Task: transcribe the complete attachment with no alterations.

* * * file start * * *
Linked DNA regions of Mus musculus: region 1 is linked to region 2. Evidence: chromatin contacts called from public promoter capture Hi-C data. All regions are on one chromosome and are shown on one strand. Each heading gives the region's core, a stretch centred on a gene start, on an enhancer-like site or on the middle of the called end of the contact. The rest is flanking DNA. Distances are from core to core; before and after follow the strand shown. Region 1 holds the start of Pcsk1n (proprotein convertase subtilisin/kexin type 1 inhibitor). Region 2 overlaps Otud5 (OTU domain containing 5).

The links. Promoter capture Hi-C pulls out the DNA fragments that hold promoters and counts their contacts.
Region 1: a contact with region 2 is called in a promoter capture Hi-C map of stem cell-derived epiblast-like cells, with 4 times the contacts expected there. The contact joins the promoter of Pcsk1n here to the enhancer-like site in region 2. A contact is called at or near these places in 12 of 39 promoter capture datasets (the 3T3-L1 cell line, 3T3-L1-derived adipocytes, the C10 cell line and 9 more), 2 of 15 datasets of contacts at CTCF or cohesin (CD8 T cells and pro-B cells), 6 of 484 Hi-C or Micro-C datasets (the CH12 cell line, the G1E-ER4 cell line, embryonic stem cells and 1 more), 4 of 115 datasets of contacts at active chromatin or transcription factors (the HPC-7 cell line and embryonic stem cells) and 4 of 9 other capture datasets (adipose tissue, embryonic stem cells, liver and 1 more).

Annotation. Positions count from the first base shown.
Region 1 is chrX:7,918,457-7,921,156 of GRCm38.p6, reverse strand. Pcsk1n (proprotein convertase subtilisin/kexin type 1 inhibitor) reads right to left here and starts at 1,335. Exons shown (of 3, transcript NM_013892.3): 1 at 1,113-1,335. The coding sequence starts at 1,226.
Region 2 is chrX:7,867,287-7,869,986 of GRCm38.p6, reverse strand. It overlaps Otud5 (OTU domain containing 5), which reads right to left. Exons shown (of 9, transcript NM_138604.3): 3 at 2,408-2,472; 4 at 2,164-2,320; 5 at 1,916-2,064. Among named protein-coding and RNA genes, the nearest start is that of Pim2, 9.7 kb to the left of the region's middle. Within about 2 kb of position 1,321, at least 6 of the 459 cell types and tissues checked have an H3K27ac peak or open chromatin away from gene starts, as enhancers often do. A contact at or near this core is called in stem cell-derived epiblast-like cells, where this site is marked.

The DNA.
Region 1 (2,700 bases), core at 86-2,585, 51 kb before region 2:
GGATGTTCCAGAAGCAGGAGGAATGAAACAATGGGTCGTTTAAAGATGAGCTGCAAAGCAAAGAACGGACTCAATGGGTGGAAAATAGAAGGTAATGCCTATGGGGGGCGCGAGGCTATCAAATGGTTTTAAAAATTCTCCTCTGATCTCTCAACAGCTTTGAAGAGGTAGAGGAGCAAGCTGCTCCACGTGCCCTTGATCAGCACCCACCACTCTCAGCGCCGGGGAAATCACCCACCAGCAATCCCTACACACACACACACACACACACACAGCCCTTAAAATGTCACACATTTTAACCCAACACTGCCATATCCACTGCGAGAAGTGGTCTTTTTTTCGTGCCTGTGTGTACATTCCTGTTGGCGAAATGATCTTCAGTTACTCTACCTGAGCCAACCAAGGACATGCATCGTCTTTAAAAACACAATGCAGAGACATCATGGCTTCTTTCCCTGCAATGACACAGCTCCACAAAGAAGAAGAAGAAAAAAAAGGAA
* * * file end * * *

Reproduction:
Linked DNA regions of Mus musculus: region 1 is linked to region 2. Evidence: chromatin contacts called from public promoter capture Hi-C data. All regions are on one chromosome and are shown on one strand. Each heading gives the region's core, a stretch centred on a gene start, on an enhancer-like site or on the middle of the called end of the contact. The rest is flanking DNA. Distances are from core to core; before and after follow the strand shown. Region 1 holds the start of Pcsk1n (proprotein convertase subtilisin/kexin type 1 inhibitor). Region 2 overlaps Otud5 (OTU domain containing 5).

The links. Promoter capture Hi-C pulls out the DNA fragments that hold promoters and counts their contacts.
Region 1: a contact with region 2 is called in a promoter capture Hi-C map of stem cell-derived epiblast-like cells, with 4 times the contacts expected there. The contact joins the promoter of Pcsk1n here to the enhancer-like site in region 2. A contact is called at or near these places in 12 of 39 promoter capture datasets (the 3T3-L1 cell line, 3T3-L1-derived adipocytes, the C10 cell line and 9 more), 2 of 15 datasets of contacts at CTCF or cohesin (CD8 T cells and pro-B cells), 6 of 484 Hi-C or Micro-C datasets (the CH12 cell line, the G1E-ER4 cell line, embryonic stem cells and 1 more), 4 of 115 datasets of contacts at active chromatin or transcription factors (the HPC-7 cell line and embryonic stem cells) and 4 of 9 other capture datasets (adipose tissue, embryonic stem cells, liver and 1 more).

Annotation. Positions count from the first base shown.
Region 1 is chrX:7,918,457-7,921,156 of GRCm38.p6, reverse strand. Pcsk1n (proprotein convertase subtilisin/kexin type 1 inhibitor) reads right to left here and starts at 1,335. Exons shown (of 3, transcript NM_013892.3): 1 at 1,113-1,335. The coding sequence starts at 1,226.
Region 2 is chrX:7,867,287-7,869,986 of GRCm38.p6, reverse strand. It overlaps Otud5 (OTU domain containing 5), which reads right to left. Exons shown (of 9, transcript NM_138604.3): 3 at 2,408-2,472; 4 at 2,164-2,320; 5 at 1,916-2,064. Among named protein-coding and RNA genes, the nearest start is that of Pim2, 9.7 kb to the left of the region's middle. Within about 2 kb of position 1,321, at least 6 of the 459 cell types and tissues checked have an H3K27ac peak or open chromatin away from gene starts, as enhancers often do. A contact at or near this core is called in stem cell-derived epiblast-like cells, where this site is marked.

The DNA.
Region 1 (2,700 bases), core at 86-2,585, 51 kb before region 2:
GGATGTTCCAGAAGCAGGAGGAATGAAACAATGGGTCGTTTAAAGATGAGCTGCAAAGCAAAGAACGGACTCAATGGGTGGAAAATAGAAGGTAATGCCTATGGGGGGCGCGAGGCTATCAAATGGTTTTAAAAATTCTCCTCTGATCTCTCAACAGCTTTGAAGAGGTAGAGGAGCAAGCTGCTCCACGTGCCCTTGATCAGCACCCACCACTCTCAGCGCCGGGGAAATCACCCACCAGCAATCCCTACACACACACACACACACACACACAGCCCTTAAAATGTCACACATTTTAACCCAACACTGCCATATCCACTGCGAGAAGTGGTCTTTTTTTCGTGCCTGTGTGTACATTCCTGTTGGCGAAATGATCTTCAGTTACTCTACCTGAGCCAACCAAGGACATGCATCGTCTTTAAAAACACAATGCAGAGACATCATGGCTTCTTTCCCTGCAATGACACAGCTCCACAAAGAAGAAGAAGAAAAAAAAGGAA